Weekly China Briefing 2015.5.11

Key movements on Chinese economy, politics, and society.

Dragon dances…

…with the eagle: losing trust at a time when it is needed the most

  • A chorus of China experts sounded alarm over the deterioration of US-China relations. Orville Schell of Asia Society worried that the American interests group that is pro-China has largely disappeared, and that China remained seemingly undisturbed by the fact.
  • Kevin Rudd, former Australian premier and now the head of Asia Society Policy Institute, called for “constructive realism” between US and China. Rudd also suggested “pan-continental infrastructure agenda” as a better English translation for the awkward “One Belt One Road.”
  • David Lampton, a top China watcher, warned that “a tipping-point in US-China relations is upon us.” “If developments continue along the current trajectory, both countries will have progressively less security, at higher cost; the world will enjoy less cooperation on transnational issues requiring joint Sino-American efforts… What can be done? Fundamentally, America has to rethink its objective of primacy and China must recalibrate its own sense of strength and what that entitles it to.”
  • Hank Paulson observed that “the consensus is collapsing in the US that China’s rise is good for America.” For the sake of future generations, Paulson said, US and China should embrace healthy competition, promote win-win economic opportunities, and collaborate on global challenges such as climate change.

… with the bear: an uneasy lovefest

  • China and Russia put on an all-out lovefest, as President Xi (the only major world leader present) joined Putin in Moscow at the 70th Anniversary of defeating Nazi. Since the imposition of Western sanctions, official Russian voices have promoted China as a country that can provide access to investment and markets but also shares Russia’s values and recognizes its regional interests. China and Russian also conducted their first joint naval drill in the Mediterranean Sea, showing determination to further strengthen military ties amid potential international conflicts.
  • The two presidents signed 32 bilateral agreements (including $6 billion Chinese investment in a Russian intercity rail line, and an cyberspace “nonaggression pact”). Notably absent from the agreements was a compromise on a price for gas to be sold by Russia to China through a new, multibillion-dollar pipeline.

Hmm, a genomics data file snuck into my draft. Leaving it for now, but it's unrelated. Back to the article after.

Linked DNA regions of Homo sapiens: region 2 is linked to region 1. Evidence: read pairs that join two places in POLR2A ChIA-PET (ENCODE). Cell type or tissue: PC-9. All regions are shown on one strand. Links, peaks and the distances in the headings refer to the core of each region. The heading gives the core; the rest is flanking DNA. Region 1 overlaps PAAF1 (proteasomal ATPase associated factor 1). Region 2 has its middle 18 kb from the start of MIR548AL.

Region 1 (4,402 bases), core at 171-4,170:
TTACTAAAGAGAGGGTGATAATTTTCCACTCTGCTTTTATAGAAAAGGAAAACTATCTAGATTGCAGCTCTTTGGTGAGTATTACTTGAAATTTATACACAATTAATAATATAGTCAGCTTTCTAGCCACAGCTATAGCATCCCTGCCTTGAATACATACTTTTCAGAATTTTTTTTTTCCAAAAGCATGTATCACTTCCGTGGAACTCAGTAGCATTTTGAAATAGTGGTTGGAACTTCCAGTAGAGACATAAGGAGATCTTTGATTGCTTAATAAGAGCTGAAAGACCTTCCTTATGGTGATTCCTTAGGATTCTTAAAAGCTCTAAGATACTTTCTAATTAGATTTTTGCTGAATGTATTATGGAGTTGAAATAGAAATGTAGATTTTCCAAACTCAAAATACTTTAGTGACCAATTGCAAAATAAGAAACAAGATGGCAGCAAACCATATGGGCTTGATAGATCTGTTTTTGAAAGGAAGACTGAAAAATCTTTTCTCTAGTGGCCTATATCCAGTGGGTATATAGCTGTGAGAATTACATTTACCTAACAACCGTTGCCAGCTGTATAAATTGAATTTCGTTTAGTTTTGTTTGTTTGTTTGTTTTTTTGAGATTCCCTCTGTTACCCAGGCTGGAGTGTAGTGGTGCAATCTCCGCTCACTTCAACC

• But undercurrents of mutual suspicion run deep. A persistent anti-Russian sentiment among some Chinese stems from the indignation and humiliation over the memory of Qing Dynasty’s defeat by Czarist Russia, and the surrender of massive area over a century ago. Russian media also fretted about Russia’s over-reliance in China, and the risk of becoming China’s sidekick in Asian affairs.

… with the elephant: courteous and promising

  • Amid rising geopolitical competition, India’s Modi started his first trip to China as the premier with a burst of sightseeing (Terracotta warriors in the historic Silk Road city of Xian) to highlight the ancient cultural (Buddhism) ties between the two civilization. Meanwhile, scholars from both countries bemoaned the shockingly low mutual interests, knowledge and regard between the two most populous nations (collectively representing more than one third of humanity.)
  • The leaders from both countries sought a fine balance between setting a constructive and courteous tone and raising real grievances (especially for India). Modi emphasized that common interests outweigh disagreements, and that China has openness to “reconsider its approach to managing conflicts” and “rethink policies that had hindered cooperation.” The sources of contention between the two countries have included long-running border disputes, a heavy trade imbalance in China’s favor and India’s wariness toward China’s partnership with Pakistan.

On addictions

  • China is trying to wean itself from GDP addiction by setting environmental red lines. The cabinet said government officials will face “life-time accountability” for environmental destruction happened during their term in a region. This practice will help alleviate the “moral hazard” where an official’s evaluation is based on his GDP performance, leaving ecological disasters in the wake of his promotion to elsewhere in the country. Local governments at all levels now faced a “red line”, which meant they would need to ensure that there was no further deterioration in the quality of air, water and soil in their respective regions.
  • China’s addition on imported oil worsens as it overtook the US as the world’s biggest importer of crude oil in April, the culmination of a seismic shift in global energy flows over the past decade. US shale revolution has cut the country’s reliance on oil from overseas — and how China’s demand has grown even as its economy slows.
  • The number of drug users in China was estimated at more than 14 million as of the end of 2014, accounting for over 1% of China’s total population.